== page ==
According to a report released by the Associated General Contractors of America (AGC), construction employment increased in 39 states and Washington, D.C. over the past year. Unfortunately, there are not enough skilled employees, such as machinists and pipefitters, to meet the growing needs of the construction industry. Retiring blue collar baby boomers are exacerbating the problem. This means companies are going to need to step up their recruiting efforts and reconsider their hiring practices. Here are three ideas to incorporate, in your business.
Use A Staffing Agency
While advertising in the newspaper used to be the first stop when hiring new employees, putting an ad in the want ad section of your local paper probably won't be enough, anymore. Newspapers have been declining for some time, and that includes the digital editions, not just the printed paper. Hanging up a "help wanted" shingle usually doesn't help, either.
If your company needs experienced employees, registering with a staffing agency is probably your best bet. An employment agency knows many workers today are using the internet to find open positions. Today's generation also seemingly prefers to apply for jobs online rather than physically going to places to fill out applications or turn in resumes. As older blue-collar workers retire and the need for new workers grows, a staffing agency will help make prospective employees become aware of your organization and what you have to offer.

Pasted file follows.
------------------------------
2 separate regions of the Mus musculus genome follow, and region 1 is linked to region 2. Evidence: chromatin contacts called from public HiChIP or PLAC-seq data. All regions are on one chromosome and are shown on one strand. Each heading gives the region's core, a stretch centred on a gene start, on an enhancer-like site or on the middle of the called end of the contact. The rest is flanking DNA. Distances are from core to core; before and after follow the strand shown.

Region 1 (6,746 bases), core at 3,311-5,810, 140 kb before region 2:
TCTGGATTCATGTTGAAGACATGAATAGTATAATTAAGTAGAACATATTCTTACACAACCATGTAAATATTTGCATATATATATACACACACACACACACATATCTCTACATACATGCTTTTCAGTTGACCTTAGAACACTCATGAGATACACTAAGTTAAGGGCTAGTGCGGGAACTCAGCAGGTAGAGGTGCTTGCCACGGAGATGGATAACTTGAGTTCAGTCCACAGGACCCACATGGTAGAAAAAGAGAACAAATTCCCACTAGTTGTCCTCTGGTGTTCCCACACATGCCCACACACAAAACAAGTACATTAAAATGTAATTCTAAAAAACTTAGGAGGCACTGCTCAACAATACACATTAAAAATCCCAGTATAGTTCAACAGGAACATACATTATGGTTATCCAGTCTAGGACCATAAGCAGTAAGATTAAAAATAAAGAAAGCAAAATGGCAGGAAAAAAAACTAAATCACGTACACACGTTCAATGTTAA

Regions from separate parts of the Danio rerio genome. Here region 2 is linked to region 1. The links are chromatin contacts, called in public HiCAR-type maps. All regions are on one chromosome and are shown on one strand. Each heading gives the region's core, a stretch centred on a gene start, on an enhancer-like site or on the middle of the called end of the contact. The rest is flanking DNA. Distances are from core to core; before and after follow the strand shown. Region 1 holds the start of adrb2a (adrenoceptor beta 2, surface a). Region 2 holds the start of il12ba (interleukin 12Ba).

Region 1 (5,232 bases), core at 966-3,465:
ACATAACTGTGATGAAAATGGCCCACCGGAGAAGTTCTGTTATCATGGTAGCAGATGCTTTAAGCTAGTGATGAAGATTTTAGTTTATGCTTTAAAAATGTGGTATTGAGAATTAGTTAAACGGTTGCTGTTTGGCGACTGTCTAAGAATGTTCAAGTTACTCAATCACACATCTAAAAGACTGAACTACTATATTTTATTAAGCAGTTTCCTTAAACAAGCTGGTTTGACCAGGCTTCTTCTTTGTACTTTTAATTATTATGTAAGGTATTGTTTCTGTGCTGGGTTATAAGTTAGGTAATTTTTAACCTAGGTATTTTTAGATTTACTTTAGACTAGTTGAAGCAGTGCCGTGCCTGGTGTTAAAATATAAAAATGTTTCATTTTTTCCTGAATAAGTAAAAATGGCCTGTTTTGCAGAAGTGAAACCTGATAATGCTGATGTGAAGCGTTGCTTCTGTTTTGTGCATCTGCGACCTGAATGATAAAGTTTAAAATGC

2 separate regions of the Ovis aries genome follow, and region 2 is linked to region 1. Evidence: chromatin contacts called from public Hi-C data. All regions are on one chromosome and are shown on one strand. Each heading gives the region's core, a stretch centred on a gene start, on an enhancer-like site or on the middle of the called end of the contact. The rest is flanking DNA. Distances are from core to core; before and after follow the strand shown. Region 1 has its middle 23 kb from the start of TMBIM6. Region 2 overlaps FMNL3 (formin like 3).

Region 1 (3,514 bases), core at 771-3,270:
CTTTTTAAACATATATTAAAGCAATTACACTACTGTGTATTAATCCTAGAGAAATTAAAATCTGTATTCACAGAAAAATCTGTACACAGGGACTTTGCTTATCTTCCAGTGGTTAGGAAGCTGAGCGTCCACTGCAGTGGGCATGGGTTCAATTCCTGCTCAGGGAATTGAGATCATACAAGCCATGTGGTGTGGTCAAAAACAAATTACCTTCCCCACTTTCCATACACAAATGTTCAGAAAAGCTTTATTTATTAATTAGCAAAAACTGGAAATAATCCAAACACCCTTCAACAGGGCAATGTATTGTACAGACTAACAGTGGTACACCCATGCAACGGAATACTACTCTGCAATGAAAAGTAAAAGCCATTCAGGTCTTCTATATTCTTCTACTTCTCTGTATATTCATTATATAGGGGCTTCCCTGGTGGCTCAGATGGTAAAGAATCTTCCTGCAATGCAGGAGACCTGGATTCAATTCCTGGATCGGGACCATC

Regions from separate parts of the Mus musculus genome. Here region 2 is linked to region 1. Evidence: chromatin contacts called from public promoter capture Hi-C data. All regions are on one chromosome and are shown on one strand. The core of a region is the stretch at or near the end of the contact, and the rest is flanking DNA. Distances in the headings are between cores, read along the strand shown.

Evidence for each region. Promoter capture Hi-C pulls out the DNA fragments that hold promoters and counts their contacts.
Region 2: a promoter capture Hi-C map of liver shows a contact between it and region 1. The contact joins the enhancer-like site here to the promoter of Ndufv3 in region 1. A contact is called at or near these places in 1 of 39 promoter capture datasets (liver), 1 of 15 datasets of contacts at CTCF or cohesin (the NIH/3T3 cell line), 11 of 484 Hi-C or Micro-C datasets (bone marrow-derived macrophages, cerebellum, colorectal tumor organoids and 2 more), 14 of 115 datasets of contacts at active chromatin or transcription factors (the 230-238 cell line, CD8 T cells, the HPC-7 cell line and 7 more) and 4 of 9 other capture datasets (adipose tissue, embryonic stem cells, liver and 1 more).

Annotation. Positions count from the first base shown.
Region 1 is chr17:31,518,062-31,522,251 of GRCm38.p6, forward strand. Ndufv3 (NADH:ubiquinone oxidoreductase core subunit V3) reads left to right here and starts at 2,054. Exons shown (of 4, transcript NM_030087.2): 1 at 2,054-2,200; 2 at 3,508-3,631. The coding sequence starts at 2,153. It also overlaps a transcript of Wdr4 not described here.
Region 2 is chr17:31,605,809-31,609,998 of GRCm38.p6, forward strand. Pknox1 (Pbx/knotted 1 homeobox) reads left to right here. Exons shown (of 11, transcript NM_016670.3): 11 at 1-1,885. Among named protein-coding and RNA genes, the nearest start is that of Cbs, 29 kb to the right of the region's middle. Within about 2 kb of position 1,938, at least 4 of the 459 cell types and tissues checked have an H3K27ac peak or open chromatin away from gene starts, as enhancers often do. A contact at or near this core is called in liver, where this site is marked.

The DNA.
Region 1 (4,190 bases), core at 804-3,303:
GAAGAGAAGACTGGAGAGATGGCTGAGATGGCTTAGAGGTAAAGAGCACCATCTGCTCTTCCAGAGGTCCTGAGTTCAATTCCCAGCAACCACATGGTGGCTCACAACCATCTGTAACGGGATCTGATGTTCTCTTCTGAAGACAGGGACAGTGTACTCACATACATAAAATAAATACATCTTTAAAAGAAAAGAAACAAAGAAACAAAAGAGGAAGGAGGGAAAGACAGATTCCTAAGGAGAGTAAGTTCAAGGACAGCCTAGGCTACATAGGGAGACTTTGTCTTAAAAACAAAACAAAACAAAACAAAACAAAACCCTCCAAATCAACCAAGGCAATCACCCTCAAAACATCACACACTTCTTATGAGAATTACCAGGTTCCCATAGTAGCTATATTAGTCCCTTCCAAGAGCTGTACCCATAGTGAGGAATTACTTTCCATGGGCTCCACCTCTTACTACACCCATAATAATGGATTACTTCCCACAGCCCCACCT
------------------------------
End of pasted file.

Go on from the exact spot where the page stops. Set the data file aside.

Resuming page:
Contact Technical Schools
Get in touch with any trade schools that offer construction and industrial programs. Don't limit yourself to the schools local to your area. All program graduates will be looking for work, once their schooling is complete. While this may not net you an employee with a lot of experience, an inexperienced employee who is eager to learn and work is better than no employee at all. Inexperienced workers are paid less than skilled workers, which will likely leave money in the labor budget to hire experienced workers that the staffing agency finds.
In addition to the technical schools, develop a relationship with the local high schools. Many still offer industrial arts classes that teach welding, machining, metal fabrication, woodworking, carpentry and construction. Make arrangements to visit those classes or set up a field trip to your facility for career day. Try to get the kids interested in what you do, and you may have a future pool of potential employees.
If you are willing to invest in an on-the-job training program, you may find younger workers who are interested in learning. If you want to set up an official apprenticeship program, the Department of Labor can assist you.
For more information, contact a company, such as UA Local 100, that can answer any of your questions.
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